1. Know your priorities.
Dang it! You wrote them down somewhere. Where are those priorities?
You shouldn’t have to look them up. You should know your priorities and trust in them. They are beacons that guide your every move.
Your top business priorities are those things that will have the biggest positive impact on your career and business. Then you have essential personal priorities like family, health, and spiritual practices.
You need both business and personal priorities to do your best work and live your best life.
2. Share your priorities with those close to you.
Those who love you should want to support you in reaching your goals, but they won’t know how to do that until you have explained it.
Telling people what you want for yourself will make it easier to set boundaries around your time. When you say, “I’m sorry I can’t have lunch, that is my studio time,” they will better understand why.
3. Let it go.
Saying Yes to your big goals means that you must say No to other things. Decide what can or should be eliminated from your schedule.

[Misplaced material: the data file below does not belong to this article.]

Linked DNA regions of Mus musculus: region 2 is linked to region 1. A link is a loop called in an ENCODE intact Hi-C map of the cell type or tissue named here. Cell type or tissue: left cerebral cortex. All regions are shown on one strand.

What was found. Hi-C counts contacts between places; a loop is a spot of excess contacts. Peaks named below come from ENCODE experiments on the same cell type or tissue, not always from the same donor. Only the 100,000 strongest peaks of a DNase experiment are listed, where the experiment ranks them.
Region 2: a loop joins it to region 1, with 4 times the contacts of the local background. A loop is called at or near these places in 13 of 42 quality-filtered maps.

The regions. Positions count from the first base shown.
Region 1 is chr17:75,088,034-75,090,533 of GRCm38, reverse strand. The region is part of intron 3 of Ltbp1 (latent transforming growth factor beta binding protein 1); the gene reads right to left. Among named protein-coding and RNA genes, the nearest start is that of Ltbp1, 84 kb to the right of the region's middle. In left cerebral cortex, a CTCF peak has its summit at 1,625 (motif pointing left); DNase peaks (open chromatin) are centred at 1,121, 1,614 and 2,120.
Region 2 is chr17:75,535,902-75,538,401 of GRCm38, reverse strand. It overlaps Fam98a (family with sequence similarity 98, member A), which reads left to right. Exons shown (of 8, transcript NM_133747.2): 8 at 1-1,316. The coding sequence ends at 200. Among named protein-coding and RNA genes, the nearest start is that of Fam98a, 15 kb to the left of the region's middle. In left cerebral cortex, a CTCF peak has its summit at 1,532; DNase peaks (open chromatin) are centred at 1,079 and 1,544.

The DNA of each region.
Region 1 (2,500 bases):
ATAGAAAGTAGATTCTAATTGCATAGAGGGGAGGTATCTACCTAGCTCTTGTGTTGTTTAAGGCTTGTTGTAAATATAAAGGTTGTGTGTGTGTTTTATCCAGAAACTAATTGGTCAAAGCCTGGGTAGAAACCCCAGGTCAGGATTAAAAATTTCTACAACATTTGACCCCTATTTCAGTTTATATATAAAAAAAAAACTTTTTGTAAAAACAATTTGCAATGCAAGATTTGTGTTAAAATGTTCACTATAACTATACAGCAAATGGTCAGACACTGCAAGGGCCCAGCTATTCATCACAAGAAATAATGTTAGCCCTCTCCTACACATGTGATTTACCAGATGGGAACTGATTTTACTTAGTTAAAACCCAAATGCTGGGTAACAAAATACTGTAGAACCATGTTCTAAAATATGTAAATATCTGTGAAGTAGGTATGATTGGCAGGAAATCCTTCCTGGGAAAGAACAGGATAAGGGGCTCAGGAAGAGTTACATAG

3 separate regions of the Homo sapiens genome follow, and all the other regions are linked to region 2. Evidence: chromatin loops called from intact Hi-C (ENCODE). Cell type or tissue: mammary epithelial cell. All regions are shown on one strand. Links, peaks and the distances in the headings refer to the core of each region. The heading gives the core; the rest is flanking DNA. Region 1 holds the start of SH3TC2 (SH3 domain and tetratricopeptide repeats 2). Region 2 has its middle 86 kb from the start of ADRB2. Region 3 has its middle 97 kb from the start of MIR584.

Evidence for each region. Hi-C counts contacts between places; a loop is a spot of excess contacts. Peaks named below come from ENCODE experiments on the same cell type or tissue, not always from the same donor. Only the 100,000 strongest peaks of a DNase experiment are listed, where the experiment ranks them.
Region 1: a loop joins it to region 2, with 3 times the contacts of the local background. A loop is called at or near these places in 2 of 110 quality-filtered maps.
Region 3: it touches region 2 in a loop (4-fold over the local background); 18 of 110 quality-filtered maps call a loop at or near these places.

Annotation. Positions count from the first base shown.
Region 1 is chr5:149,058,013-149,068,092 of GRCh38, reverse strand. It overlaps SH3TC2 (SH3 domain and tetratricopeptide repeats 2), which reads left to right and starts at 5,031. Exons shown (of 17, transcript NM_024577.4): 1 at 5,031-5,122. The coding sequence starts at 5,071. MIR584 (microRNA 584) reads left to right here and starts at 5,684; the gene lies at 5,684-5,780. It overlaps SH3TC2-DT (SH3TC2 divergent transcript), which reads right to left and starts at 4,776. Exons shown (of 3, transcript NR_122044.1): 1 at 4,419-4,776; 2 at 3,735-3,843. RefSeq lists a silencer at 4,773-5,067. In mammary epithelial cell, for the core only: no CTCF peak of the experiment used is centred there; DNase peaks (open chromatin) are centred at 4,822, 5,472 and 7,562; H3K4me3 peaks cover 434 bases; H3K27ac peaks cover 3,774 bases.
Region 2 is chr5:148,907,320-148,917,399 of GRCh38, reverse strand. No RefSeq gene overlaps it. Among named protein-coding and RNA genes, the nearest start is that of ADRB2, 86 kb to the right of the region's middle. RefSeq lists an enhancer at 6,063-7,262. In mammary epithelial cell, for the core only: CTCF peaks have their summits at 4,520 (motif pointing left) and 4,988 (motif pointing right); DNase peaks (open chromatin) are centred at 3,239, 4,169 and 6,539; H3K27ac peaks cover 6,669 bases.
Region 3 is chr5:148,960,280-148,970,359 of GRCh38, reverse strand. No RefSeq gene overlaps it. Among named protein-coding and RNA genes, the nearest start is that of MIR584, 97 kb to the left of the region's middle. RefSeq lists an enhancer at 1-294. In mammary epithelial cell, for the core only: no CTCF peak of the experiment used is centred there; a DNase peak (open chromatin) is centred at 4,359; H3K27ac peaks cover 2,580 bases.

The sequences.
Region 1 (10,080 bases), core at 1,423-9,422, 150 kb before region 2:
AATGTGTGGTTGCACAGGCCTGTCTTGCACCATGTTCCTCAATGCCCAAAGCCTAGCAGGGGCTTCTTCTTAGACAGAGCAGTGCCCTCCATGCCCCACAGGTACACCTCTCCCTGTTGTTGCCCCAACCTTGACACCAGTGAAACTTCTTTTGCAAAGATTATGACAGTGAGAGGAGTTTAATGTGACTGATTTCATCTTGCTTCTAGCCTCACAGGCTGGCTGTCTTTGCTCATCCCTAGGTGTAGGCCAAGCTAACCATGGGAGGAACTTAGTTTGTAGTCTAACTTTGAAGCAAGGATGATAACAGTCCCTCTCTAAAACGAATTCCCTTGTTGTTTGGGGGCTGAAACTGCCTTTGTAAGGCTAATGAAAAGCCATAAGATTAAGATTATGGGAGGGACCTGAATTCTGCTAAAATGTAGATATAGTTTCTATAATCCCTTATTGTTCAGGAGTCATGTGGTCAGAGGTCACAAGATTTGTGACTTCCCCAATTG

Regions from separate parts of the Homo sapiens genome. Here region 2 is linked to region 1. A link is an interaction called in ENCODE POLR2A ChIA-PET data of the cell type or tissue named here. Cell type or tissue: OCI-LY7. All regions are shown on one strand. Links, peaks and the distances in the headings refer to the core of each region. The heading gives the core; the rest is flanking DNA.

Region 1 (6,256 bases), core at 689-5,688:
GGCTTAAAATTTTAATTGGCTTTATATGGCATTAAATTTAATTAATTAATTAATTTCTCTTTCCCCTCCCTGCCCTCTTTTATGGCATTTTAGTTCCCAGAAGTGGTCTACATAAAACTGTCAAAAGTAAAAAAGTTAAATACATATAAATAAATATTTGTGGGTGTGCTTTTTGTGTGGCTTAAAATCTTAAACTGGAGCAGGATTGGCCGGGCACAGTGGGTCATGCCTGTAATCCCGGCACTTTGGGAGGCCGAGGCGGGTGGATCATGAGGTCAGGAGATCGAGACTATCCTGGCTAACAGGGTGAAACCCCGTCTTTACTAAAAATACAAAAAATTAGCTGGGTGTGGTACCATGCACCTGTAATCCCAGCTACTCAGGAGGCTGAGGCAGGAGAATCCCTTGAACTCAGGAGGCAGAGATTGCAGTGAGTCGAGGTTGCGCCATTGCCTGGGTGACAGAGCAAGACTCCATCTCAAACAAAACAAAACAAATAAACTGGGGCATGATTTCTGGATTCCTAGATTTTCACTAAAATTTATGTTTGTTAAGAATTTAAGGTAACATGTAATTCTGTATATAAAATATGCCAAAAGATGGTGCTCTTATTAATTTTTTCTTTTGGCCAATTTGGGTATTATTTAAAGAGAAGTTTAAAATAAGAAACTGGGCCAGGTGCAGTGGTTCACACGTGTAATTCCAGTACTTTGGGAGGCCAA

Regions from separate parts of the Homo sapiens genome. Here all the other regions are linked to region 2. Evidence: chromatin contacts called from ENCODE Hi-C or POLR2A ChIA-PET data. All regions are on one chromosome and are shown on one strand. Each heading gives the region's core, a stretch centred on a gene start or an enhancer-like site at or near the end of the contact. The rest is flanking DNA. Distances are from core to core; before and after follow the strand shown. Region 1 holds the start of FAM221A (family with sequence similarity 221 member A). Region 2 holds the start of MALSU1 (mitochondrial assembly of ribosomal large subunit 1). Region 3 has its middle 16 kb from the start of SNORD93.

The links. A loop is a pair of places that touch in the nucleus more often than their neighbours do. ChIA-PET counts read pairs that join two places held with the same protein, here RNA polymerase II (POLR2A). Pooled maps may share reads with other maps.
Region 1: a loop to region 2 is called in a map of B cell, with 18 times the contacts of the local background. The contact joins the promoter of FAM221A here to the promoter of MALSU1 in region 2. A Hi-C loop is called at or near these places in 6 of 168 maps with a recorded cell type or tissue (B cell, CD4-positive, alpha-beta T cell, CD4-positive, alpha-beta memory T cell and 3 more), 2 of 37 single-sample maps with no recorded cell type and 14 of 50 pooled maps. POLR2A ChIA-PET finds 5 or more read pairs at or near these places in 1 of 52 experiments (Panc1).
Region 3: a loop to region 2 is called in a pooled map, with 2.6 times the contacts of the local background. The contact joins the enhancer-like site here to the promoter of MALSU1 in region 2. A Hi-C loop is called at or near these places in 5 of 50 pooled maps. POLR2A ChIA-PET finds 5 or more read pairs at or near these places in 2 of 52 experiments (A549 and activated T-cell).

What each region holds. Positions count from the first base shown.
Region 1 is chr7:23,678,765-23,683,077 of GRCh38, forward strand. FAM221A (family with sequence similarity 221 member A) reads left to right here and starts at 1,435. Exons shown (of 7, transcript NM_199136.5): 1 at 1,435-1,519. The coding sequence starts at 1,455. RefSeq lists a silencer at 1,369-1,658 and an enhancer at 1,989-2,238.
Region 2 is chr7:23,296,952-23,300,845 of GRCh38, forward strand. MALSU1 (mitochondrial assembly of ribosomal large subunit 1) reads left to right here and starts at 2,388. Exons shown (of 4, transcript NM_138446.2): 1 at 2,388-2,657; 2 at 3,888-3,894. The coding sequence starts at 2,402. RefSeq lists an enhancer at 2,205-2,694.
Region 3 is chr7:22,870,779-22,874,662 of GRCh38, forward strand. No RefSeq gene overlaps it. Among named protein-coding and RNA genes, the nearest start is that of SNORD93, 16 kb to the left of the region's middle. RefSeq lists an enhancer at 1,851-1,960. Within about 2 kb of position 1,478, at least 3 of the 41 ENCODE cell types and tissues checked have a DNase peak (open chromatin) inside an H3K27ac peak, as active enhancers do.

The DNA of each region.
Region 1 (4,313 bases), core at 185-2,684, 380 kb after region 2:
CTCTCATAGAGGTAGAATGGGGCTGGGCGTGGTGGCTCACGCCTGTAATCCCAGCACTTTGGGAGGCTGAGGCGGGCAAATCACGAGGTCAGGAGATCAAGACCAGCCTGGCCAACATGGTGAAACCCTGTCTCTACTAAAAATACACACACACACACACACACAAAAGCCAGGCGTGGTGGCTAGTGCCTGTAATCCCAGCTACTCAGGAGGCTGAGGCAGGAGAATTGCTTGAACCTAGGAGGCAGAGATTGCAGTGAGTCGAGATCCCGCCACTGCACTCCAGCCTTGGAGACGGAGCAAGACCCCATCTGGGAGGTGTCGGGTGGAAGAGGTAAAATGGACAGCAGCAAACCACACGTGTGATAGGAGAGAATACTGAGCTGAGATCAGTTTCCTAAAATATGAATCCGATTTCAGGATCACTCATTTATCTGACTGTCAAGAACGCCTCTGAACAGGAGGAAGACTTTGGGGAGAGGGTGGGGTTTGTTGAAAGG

This might be socializing, spending time on social media, getting caught up in funny videos on YouTube, or watching television.
But it might also be that you need to pull back from venues that aren’t serving you or marketing methods that haven’t paid off after consistent effort.
4. Practice a standard “rejection line.”
A “rejection line” is what you’ll use to say No, Thank You to requests for your time and energy.
I tend to favor the one I learned from writers: “I’m sorry I can’t do that with/for you. I’m on deadline.”
Another favorite of mine is “Let me think about it and get back to you.” This is more about postponing a response rather than delivering an outright rejection. It’s perfect to use when you’re tempted.
Trust that you can reach your big goals. They wouldn’t have occurred to you if the Universe wasn’t ready to deliver.
There will be people and circumstances that try to separate you from your dreams. The more you have faith in your direction, the more likely you will be to stand up for what is important.
6. Hang a sign on your door.
Post a sign on your door with the name of your studio and hours of operation. Add the date of establishment if that helps.
A sign reminds you (and potential interrupters) that you are at work.
7. Ask yourself: “What If . . . ?”
When I was writing my book, my coach asked me, “What if you go into a bookstore and see your book on the shelf – only it’s been written by someone else?”
The thought that someone else would write my book before me helped me stay on task.
What is your “What If” question that will help you stay focused on your priorities?